Posted on

The New Age of Telehealth

The recent outbreak of COVID-19 has forced changes for many different industries. In the medical world, many practices have shut their doors except for emergencies and moved as much of their daily practice as possible to online care. This new-aged healthcare is called telehealth or telemedicine.

What Is Telehealth?

Telehealth is the distribution of healthcare and healthcare information through new technology like email, phone calls, video conferencing, and more.  It allows long-distance patient and clinician contact, care, advice, reminders, education, intervention, monitoring, and remote admissions. According to the American Academy of Pediatrics, this can be done via video chatting, image sharing, and other technologies that leverage the latest innovations relevant to healthcare.

The Origin of Telehealth

Though the commonality of telehealth has grown exponentially in the last few months, these types of programs have been around for over 50 years. Developed by NASA to monitor the health of astronauts in space, NASA has since conducted and continues to support telemedicine-related projects. For example, the Space Technology Applied to Rural Papago Advanced Health Care (STARPAHC) was the first regional healthcare delivery system for the isolated Papago Indian Reservation in Arizona.

Telehealth In Eye Care

While it can’t replace in-person care, many experts believe it “can serve as a critical tool for physicians as doctors of optometry work to identify patients necessitating in-person care and those who can be provided physician direction remotely as the COVID-19 public health crisis continues.” The President of the American Optometric Association (AOA) Barbara L. Horn, OD, shared,

“Together with our partners, we are setting the direction of responsible eye telehealth and ensuring that those who place profits ahead of patient safety and undervalue the benefits of a comprehensive eye exam provided in-person by a doctor of optometry cannot continue to undermine the highest standard of comprehensive care.”

The University of Alabama at Birmingham School of Optometry recently announced that they’ve introduced telemedicine in their eyecare clinic. Beth Steele, associate dean for Clinical Affairs, explained, “With this new service, our team of doctors can provide care to a greater number of patients and to meet more needs.”

How to Utilize Telehealth

Kenneth Lawenda, OD, and Robert Moses, OD, explained that “These services can increase availability to specialty care for patients in rural and underserved areas, improve monitoring of patients with chronic disease, as well as provide education to patients thereby improving understanding and compliance.” To help get ODs familiar with using telehealth in their practices, the AOA shared their guide to telehealth. There are 3 main steps to help eye care professionals prepare to incorporate telemedicine into their practices:

  1. Understand how the billing and coding work.
  2. Know if it’s covered by your malpractice insurance.
    Ask your insurance provider if telehealth services are covered by your policy and to show you where in your policy it explicitly states it. Then review your policy’s exclusions and endorsements for any language limiting or omitting vision telehealth services.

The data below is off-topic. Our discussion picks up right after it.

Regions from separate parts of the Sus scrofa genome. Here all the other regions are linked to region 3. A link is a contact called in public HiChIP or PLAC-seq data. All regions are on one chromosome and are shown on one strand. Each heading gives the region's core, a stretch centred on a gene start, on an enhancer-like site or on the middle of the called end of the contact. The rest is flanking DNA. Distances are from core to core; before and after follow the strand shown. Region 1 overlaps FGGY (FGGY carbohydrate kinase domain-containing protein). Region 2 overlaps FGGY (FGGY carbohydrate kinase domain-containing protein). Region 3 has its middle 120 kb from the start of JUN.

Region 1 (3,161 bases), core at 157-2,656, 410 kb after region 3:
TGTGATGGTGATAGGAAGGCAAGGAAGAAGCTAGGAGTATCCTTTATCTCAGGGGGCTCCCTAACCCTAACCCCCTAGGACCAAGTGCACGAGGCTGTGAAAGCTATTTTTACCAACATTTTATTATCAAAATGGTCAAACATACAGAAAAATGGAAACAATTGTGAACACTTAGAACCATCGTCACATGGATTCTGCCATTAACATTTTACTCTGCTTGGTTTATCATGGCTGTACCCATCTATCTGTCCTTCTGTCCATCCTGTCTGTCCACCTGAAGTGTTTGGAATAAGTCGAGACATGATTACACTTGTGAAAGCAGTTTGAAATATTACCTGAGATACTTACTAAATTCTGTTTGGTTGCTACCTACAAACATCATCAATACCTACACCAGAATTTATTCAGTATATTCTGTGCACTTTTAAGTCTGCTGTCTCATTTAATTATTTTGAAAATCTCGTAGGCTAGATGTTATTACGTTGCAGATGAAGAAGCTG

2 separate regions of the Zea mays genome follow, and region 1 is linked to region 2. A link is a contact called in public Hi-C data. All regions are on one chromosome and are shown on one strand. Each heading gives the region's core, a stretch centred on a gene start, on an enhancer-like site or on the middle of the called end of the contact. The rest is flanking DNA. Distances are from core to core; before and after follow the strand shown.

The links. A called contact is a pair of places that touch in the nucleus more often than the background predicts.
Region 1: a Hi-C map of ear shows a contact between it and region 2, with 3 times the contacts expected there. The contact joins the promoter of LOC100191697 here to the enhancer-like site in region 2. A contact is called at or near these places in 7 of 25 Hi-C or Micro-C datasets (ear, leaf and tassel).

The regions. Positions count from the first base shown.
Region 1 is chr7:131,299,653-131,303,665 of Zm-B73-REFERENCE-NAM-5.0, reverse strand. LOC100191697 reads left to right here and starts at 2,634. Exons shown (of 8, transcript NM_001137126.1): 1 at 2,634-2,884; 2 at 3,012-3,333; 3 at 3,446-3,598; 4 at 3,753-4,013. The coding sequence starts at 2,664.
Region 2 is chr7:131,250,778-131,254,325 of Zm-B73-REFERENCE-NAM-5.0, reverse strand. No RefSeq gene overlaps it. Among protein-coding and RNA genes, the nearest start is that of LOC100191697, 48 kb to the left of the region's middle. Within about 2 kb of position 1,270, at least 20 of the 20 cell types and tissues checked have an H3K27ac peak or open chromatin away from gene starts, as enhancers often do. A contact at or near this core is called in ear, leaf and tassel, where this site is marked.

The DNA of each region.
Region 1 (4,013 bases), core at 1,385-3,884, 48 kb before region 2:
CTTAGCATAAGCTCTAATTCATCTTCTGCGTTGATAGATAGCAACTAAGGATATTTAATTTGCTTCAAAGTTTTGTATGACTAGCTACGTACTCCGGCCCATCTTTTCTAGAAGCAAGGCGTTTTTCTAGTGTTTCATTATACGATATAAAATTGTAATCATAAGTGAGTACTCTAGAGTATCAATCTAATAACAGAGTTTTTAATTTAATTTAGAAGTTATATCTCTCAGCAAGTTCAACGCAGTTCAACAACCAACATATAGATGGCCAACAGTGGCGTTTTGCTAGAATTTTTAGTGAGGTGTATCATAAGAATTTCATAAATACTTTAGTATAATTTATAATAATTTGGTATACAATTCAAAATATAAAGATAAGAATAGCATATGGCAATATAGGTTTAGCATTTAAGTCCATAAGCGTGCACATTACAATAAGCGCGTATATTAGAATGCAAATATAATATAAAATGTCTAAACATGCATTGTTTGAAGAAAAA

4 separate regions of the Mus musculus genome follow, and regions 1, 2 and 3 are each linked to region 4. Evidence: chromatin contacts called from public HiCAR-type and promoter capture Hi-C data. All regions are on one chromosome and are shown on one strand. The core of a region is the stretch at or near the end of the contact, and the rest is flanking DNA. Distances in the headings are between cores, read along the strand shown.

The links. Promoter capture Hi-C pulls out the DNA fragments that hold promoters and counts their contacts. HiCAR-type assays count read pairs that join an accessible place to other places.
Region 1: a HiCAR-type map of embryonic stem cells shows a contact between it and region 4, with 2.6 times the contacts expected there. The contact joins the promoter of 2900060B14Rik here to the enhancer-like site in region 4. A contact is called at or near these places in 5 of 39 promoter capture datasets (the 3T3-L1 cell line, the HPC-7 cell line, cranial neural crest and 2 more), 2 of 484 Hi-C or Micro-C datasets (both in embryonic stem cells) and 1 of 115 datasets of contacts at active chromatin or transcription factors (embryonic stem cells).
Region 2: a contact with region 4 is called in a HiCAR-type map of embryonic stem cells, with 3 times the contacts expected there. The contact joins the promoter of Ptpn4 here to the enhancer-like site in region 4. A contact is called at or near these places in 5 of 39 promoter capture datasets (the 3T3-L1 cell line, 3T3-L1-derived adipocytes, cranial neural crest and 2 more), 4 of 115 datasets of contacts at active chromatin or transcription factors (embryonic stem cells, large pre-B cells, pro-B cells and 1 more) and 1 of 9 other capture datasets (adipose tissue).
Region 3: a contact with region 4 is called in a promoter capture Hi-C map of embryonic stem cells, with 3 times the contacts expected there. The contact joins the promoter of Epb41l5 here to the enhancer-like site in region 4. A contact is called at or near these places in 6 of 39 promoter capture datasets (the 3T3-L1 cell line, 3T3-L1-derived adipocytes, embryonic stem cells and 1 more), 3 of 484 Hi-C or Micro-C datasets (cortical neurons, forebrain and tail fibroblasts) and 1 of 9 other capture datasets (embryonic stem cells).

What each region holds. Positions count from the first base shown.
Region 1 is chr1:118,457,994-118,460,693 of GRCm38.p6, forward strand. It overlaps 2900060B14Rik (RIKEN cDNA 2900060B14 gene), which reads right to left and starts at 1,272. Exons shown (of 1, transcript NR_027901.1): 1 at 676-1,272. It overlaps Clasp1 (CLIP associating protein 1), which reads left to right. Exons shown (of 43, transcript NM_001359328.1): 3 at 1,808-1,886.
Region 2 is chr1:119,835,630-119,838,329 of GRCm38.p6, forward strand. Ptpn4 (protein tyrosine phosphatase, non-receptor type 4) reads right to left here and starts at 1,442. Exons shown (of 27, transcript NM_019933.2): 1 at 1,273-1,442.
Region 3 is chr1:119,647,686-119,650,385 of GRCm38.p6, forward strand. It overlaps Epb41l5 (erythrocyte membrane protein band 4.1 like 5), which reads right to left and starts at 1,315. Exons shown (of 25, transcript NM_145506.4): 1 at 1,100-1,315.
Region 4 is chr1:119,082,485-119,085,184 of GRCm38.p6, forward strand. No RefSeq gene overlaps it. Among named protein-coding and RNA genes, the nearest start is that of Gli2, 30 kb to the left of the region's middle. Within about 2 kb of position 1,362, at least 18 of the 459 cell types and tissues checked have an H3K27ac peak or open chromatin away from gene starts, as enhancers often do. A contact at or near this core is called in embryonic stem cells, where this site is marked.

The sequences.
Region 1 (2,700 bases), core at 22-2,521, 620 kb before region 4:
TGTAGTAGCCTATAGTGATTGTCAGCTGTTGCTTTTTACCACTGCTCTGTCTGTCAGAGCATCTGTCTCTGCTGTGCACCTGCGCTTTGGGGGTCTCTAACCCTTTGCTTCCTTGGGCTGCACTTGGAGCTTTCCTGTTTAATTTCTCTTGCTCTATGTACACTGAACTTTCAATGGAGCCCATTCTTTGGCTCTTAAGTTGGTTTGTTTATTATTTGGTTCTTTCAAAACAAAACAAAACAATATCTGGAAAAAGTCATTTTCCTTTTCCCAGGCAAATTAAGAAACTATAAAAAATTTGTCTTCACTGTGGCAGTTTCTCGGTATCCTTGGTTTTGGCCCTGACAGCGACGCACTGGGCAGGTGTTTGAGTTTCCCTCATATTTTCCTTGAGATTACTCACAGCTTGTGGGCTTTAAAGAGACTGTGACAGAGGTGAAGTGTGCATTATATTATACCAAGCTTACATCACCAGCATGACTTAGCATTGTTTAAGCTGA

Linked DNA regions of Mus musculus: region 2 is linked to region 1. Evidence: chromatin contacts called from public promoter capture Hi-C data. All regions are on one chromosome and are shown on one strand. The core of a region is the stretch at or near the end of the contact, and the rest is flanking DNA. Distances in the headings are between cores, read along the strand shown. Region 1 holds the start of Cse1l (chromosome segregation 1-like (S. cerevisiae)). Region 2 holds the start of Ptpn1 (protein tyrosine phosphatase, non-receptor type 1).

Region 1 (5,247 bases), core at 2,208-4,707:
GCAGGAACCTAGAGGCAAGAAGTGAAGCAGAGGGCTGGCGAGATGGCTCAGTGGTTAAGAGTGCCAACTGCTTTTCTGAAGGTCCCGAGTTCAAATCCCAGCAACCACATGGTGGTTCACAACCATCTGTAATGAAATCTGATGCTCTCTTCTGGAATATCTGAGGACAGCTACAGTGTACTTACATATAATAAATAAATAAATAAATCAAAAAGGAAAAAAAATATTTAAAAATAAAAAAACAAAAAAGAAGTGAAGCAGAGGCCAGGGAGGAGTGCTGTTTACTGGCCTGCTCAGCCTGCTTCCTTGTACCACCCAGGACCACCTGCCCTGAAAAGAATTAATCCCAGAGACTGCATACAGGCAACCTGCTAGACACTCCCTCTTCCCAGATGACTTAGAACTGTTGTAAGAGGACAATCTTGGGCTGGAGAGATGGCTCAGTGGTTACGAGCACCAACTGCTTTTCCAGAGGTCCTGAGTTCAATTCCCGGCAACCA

3. Review your state’s requirements for telehealth.
    It’s important to know what the state in which you practice includes guidelines for utilizing telehealth technologies. Then, ask your insurance provider if you’re covered for the full scope of coverage defined by your state.

Considerations for Telehealth Platforms

After deciding to utilize telemedicine, you then face the challenge of choosing a platform to use to provide digital care. Here are a few things to consider while making the decision:

  1. Understand the payer policies. Confirm whether the recommended billing codes by the manufacturer are accurate and appropriate.
  2. Know the potential limitations of telehealth services and make these known to your patients. Don’t be afraid to refer patients for an in-person diagnosis and/or care if need be.
  3. Ensure the telehealth platform abides by the provisions outlined in the AOA’s 2017 Position Statement Regarding Eye and Vision Telehealth Services.

The Ethical Dilemma of Telehealth

Optometrist eye exam

The AOA’s Ethics and Values Committee explored the possible ethical conundrums facing ODs using telemedicine. They posed the question, “How can [doctors of optometry] ethically incorporate its use into their practices to benefit patients?”

Drs. Lawenda and Moses worry that the ignorance surrounding telemedicine could lead to inappropriate care. They warn that these new technologies should be incorporated into daily practice to enhance traditional care, not replace it. They said, “Incorporating telehealth/telemedicine services must not lead to a reduction in the standard of care patients require and deserve.”

EyePromise’s Version of Telehealth

To help our partners provide the best care to their patients, EyePromise has developed a safe and effective way to get patients their eye vitamins even during quarantines. The EyePromise Auto Refill Program is an auto-ship program that delivers a 3-month supply of whatever EyePromise nutraceutical you prescribe directly to your patients’ door based on their last order. This program helps maintain the safety of you and your patients. It also helps increase patient adherence and practice revenue. Learn more about incorporating this nutritional telehealth program in your practice.

Like any kind of new medical practice, thorough research and consideration should be done before deciding to add a telehealth program to your practice.

Leave a Reply

Your email address will not be published. Required fields are marked *